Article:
Chapter 2 (part 1)

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Chapter 2 (part 1)

Gallen and Seamus had no warning before the attack. The road from Clere to An Cochan was usually well empty by that time of night. Both moons were down. The heavy rains had dampened the dirt road, leaving a thin glaze of water so that the stars reflected off the mud, making the road a trail of silver between columns of dark pine and oak.

They were near the edge of Coille Sidhe, so Gallen moved cautiously. Once, he caught sight of a flickering blue light deep in the wood. Wights, he realized, and he hurried his pace, eager to be away from the guardians of the place. The wights never attacked travelers who kept to the road, but those who wandered into the forest couldn't count on such luck.

Just over the mountain, the land flattened out into drumlins, small hills where the shepherds of An Cochan kept their flocks. Gallen was eager to reach the relative safety of human settlements.

One moment Gallen was walking the muddy silver road, leading Seamus's old nag through a ravine while Seamus hunched in the saddle, singing random songs as a man will when he's had too much whiskey, when suddenly half a dozen voices shouted in unison, "Stand! Stand! Hold!"

A man leapt up from the margin of the road in front of them and waved a woman's white slip in their faces. The horse whinnied and reared in fear, pulling the reins from Gallen's hand, dumping Seamus off backward. Seamus landed with a thud, shouting, "Ruffians, blackguards!"

The nag leapt off up the side of the ravine, her hooves churning up dirt as she galloped through the hazel.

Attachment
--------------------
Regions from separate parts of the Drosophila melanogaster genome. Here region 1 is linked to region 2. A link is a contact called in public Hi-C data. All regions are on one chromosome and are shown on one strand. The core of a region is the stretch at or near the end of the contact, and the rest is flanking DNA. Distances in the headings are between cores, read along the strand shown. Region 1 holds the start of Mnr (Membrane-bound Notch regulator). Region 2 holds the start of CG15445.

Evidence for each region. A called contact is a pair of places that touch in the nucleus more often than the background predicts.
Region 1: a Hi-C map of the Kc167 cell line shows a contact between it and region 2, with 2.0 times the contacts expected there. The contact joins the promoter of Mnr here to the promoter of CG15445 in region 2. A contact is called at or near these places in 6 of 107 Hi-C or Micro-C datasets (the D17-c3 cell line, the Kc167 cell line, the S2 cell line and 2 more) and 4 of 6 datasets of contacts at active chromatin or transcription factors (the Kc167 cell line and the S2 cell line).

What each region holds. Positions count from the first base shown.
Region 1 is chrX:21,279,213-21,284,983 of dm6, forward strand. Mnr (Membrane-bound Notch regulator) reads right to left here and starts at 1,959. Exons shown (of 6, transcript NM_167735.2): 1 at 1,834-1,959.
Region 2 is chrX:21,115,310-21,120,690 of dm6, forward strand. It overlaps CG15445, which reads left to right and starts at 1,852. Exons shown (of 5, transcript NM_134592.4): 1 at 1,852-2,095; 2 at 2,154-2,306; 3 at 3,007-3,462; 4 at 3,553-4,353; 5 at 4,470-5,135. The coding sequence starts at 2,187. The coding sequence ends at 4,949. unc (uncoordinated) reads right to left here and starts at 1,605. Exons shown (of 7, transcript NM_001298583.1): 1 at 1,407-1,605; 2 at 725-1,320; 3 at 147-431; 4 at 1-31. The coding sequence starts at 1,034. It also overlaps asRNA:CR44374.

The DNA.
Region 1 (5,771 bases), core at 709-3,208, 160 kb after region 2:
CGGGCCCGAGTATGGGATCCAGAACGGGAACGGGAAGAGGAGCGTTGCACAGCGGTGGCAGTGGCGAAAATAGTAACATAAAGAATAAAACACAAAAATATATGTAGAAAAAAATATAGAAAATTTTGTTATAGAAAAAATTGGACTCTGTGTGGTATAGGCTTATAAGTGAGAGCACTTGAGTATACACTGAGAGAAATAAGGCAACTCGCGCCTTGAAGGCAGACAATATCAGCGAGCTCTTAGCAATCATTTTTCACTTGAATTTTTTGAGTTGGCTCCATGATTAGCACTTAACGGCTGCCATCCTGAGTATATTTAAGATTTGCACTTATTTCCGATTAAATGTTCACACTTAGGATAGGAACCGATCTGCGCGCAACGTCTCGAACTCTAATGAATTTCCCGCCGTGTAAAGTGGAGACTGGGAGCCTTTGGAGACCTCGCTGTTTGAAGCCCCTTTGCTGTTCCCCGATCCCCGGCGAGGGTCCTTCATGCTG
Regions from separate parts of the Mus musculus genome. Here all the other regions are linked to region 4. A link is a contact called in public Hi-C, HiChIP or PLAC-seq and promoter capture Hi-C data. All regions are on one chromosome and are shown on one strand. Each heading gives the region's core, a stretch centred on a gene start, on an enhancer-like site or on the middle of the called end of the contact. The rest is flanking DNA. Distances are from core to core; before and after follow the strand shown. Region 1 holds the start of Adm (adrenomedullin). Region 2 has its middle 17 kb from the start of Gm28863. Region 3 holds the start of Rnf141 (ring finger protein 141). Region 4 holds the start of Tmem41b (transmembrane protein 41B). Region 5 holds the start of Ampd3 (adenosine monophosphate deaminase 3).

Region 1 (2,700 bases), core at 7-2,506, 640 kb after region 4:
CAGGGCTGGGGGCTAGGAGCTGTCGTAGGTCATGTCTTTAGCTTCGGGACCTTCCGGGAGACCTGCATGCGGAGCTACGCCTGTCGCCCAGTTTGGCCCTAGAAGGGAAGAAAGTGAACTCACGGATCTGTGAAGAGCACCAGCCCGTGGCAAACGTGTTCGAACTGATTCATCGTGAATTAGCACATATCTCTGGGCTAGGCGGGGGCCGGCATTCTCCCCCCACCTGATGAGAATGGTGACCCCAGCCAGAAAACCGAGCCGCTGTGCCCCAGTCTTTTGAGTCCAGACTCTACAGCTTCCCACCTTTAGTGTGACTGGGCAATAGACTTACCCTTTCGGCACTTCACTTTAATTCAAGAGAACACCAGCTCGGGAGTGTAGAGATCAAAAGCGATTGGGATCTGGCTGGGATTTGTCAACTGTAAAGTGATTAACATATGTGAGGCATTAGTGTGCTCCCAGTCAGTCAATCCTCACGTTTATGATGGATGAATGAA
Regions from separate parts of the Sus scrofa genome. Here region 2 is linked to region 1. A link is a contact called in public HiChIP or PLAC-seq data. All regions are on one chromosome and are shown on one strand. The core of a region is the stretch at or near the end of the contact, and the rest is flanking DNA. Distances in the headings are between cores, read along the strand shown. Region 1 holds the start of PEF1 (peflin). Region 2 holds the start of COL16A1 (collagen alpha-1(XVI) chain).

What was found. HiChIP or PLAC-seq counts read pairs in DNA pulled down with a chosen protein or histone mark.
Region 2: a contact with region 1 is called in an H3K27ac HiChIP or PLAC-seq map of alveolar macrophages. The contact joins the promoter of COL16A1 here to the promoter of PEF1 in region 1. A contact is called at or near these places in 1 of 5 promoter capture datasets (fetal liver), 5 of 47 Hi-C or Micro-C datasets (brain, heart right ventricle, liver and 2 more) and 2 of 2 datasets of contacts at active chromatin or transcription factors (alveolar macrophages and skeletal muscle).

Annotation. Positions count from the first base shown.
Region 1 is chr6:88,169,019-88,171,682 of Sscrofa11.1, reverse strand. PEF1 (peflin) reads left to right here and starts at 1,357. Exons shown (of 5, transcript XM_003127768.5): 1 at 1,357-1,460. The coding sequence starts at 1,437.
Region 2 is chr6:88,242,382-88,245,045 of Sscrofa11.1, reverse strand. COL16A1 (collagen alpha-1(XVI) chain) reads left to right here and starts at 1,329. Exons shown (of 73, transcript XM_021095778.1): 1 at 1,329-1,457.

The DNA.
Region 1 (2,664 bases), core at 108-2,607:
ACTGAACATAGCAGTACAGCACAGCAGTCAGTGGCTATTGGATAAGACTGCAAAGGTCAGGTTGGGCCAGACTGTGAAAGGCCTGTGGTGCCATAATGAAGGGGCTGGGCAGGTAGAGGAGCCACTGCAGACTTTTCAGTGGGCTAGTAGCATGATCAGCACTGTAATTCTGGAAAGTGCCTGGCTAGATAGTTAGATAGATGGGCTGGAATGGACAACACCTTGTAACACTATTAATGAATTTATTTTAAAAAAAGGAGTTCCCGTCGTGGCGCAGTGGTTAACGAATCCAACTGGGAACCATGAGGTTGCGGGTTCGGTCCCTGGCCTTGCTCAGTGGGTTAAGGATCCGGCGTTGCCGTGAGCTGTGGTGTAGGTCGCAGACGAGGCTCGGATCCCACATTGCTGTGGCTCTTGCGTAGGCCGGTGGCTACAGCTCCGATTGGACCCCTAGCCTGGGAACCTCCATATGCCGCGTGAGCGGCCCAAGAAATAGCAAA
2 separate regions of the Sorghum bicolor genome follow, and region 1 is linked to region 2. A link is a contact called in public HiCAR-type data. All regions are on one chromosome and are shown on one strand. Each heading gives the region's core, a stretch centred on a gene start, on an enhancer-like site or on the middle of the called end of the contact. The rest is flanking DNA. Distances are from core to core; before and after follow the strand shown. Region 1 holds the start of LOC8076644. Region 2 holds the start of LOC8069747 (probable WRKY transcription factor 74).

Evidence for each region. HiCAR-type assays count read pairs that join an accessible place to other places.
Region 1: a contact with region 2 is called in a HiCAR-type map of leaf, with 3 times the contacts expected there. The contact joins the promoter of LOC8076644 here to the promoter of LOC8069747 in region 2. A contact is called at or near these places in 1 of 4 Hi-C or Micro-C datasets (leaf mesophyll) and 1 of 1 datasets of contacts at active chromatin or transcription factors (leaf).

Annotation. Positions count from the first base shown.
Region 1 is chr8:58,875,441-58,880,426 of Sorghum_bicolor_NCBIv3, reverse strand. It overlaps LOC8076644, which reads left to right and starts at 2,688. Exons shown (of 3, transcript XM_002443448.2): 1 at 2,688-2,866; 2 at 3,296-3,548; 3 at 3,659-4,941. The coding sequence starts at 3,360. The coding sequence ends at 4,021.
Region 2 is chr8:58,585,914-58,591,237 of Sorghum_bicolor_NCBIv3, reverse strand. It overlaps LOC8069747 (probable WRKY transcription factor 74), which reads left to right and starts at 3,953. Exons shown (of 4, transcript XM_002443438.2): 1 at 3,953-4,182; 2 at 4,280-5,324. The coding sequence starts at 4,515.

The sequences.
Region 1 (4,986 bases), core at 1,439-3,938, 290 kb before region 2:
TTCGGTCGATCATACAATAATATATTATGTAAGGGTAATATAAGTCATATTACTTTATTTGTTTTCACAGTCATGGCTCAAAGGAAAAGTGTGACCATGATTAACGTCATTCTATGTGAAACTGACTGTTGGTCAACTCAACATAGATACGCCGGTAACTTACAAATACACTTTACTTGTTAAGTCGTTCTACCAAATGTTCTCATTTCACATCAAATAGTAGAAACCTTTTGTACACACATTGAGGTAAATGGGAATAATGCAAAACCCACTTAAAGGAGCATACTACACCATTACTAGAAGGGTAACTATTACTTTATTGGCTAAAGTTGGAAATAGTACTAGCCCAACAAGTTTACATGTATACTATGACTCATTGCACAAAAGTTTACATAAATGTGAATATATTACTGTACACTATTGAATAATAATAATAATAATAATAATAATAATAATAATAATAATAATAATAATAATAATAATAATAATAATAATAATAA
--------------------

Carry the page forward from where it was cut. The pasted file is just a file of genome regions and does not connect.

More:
Gallen was wearing his deep-hooded woolen greatcoat to keep out the night chill, but the coat had slits at his waist that let him get to his knife belt quickly. He palmed two daggers, not wanting to show his weapons until the robbers got in close, then spun to get a better view. The robbers surrounded him, swirling up out of the brush. He counted nine: three up the road toward An Cochan, four coming behind on the road from Clere, and one more on each side of the ravine.

Seamus sputtered and tried to find his way up off the ground. The old man was nearly blind drunk, and he yelled in a deep brogue, "Off with you thieves! Off with you varmints," and the robbers all swirled toward him shouting, "Stand and deliver!"

In the starlight, Gallen could hardly make out the soot-blackened faces of the robbers; one of them had curly red hair. They were big men mostly, down-on-the-luck farmers sporting beards and armed with knives, the kind of aimless rogues you often saw sloughing around alehouses in the past two years. Drought one year and rot the next had thrown many a farmer out of work. Gallen made out the gleam of a longsword. Another young boy held a shield and a grim-looking war club.

Old Seamus began cursing and fumbled at his belt in an effort to pull his knife, but Gallen grabbed Seamus's shoulder, restraining him. "Don't be a fool!" Gallen warned. "There's too many of them. Give them your money!"

"I'll not be giving them my money!" Seamus shouted, pulling his dagger, and Gallen's heart sunk. Seamus was the father of seven. He could either let the ruffians have his purse and watch his family suffer, or he could fight and probably die. He was choosing to die. "Now back me, will you! Back me!"

Dutifully, Gallen stood back to back with Seamus as the robbers closed in. That is what Seamus had paid him for. Three


shillings, Gallen realized. I'm going to get killed this night for three shillings.

The tall man brandished his sword. "I'll be thanking you to drop your purses, lads." From his accent and curly red hair, Gallen estimated that he was a Flaherty, from County Obhiann.

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